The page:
It’s that time of year again, where thousands of fellow performers will embark on the largest arts festival in the world. Winner of the Sky Arts Future Fund, poet and playwright Sabrina Mahfouz is no stranger to the iconic festival, having taken her production of Dry Ice three years beforehand. Sabrina cooks up a storm as she’s set to debut her newest work, Chef, at the Udderbelly Cowgate from 31st July, and speaks to Theatrefullstop ahead of opening night about the rehearsal process, the acts she’s most looking forward to seeing this year and being inspired by chef Ollie Dabbous.
What attracted you to the subject matter of Chef?
Working within restaurants and at the same time working with women who had been through the prison system highlighted so many interesting perspectives and stories – I felt it would be an exciting challenge to combine the two worlds and see who the character would be who could lead us through them both.
How would you describe the rehearsal process and working with director Kirsty Patrick Ward?
Kirsty is the reason that the show got to this point. She contacted me and asked if I was writing anything independently – I sent her a few pages of Chef and she encouraged me and helped develop the character and research the setting. Kirsty and Jade Anouka work very well together so when I come into rehearsals I feel like I get a front seat to a mini show every time.
In what ways did your interviews with chef Ollie Dabbous help with the production?
The interviews were hugely helpful as Ollie is such a charismatic and committed chef, with enlightening perspectives on our relationship to food and how food should be regarded, prepared, presented. Many of Chef‘s foodie moments are inspired by something Ollie said which sparked off my own thoughts on food and how those attitudes can be refracted through a life lived in unordinary circumstances.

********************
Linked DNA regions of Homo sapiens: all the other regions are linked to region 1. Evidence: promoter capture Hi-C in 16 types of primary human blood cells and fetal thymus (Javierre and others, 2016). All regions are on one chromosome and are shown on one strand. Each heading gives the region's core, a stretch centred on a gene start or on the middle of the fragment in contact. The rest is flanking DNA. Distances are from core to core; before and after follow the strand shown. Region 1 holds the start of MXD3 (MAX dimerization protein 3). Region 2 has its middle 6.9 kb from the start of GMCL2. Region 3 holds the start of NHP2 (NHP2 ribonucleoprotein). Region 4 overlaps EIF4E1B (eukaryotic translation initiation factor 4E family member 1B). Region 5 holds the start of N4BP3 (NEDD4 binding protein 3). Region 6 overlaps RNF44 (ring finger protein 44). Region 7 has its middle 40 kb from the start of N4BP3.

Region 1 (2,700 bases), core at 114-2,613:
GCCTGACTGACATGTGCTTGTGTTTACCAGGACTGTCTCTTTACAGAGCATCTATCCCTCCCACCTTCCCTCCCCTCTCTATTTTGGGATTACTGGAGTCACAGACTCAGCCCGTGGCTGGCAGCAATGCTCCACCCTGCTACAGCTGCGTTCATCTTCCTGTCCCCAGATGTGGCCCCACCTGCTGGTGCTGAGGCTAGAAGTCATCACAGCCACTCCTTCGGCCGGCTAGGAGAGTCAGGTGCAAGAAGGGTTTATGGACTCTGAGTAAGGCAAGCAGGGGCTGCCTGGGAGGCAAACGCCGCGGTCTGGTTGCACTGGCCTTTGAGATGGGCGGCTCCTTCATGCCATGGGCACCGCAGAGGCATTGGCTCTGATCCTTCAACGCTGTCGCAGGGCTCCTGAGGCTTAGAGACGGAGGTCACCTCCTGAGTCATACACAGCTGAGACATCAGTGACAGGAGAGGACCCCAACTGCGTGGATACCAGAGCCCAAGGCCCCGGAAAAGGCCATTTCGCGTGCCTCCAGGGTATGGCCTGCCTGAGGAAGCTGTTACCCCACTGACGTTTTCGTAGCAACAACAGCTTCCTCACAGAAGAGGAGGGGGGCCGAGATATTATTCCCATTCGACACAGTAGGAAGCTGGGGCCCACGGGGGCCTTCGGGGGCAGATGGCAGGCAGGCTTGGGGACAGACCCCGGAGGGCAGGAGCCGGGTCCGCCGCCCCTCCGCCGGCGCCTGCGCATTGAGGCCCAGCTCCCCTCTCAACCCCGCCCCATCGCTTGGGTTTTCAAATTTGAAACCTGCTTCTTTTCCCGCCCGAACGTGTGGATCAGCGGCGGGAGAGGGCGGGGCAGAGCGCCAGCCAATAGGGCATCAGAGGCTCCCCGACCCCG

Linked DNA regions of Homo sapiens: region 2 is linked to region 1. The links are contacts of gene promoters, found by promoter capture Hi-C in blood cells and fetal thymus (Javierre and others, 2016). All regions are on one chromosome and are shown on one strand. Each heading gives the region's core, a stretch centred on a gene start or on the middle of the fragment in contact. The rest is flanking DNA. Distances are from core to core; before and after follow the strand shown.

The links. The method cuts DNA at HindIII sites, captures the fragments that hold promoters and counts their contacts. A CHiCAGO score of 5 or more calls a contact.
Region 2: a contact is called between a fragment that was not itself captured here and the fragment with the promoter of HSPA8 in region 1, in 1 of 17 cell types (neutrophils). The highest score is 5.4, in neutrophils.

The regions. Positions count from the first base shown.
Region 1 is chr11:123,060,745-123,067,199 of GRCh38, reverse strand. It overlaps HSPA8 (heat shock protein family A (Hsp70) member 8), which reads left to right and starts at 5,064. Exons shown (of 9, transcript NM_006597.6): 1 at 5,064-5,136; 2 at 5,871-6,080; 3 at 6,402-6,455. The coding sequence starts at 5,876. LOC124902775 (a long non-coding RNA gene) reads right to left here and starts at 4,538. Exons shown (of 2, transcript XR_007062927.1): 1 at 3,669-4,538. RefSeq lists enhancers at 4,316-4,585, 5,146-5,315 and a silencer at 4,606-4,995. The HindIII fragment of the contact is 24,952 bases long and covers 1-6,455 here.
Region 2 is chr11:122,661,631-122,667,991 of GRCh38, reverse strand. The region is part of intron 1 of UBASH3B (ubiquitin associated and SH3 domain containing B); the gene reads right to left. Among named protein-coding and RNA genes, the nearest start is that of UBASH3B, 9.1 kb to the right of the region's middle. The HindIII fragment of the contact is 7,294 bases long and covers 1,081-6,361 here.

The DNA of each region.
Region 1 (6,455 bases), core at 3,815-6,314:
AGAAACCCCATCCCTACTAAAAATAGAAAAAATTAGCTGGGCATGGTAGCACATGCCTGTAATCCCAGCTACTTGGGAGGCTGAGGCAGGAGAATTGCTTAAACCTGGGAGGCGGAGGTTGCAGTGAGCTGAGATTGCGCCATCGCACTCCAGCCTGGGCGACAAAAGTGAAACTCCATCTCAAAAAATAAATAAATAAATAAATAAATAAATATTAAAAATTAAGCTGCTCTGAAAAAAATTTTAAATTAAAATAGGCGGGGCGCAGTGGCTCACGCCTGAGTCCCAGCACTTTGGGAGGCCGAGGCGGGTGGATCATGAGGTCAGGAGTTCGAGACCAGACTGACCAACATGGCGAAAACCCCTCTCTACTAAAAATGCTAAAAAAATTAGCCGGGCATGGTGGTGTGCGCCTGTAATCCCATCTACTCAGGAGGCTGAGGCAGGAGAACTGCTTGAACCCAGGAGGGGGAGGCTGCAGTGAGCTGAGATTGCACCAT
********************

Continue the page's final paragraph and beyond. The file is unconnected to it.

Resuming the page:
How has setting up your own company “POP” through the funding you received from the Sky Academy Arts Scholarship helped you to create the work you want to make?
It has been fantastic as I’ve really been able to explore issues I feel are important and sidelined – such as privatised prisons and women’s position in a gender bias justice system. All the people I’ve worked with over the years have been incredibly supportive of all my excited explorations and collaboration with towering talents in all fields is incomparable for artistic development. There is something special, however, about working to write the style and content in a way that is entirely independent of anyone’s opinion other than your own, the director’s and that of the audience.
How does Chef differ to the last production you took to the Edinburgh?
I haven’t taken a production of my own since my first one in 2011, Dry Ice. The two years following that were plays put on by Made From Scratch with Old Vic New Voices & IdeasTap Edinburgh Award and the Traverse Theatre. It is a completely different level of work to take your own show, being responsible for every little production detail as well as the creative work. It certainly counts amongst one of the most craziest undertakings I’ve ever done! Content wise it differs in that this is a one person play whereas Clean, produced last year at the traverse, was a three-hander and more comic in style and tone. Chef is darker and denser and full of questions.
What other acts and artists are you excited to see at the Edinburgh Fringe?
So many. Lucy Benson Brown; Tiffany Stevenson; Berkavitch with his dance, animation, spoken word show Shame; Richard Marsh; Rob Auton; Travesti by Rebecca Hill…
What advice would you give to aspiring poets, spoken word artists and playwrights out there?
Don’t take anyone’s advice! (unless you really respect them as a person or an artist)
Interview by Lucy Bishop.
Sabrina Mahfouz’s Chef will be playing at this year’s Edinburgh Festival at the Underbelly Cowgate from Thursday 31st July until Sunday 17th August. For more information on the production, visit here…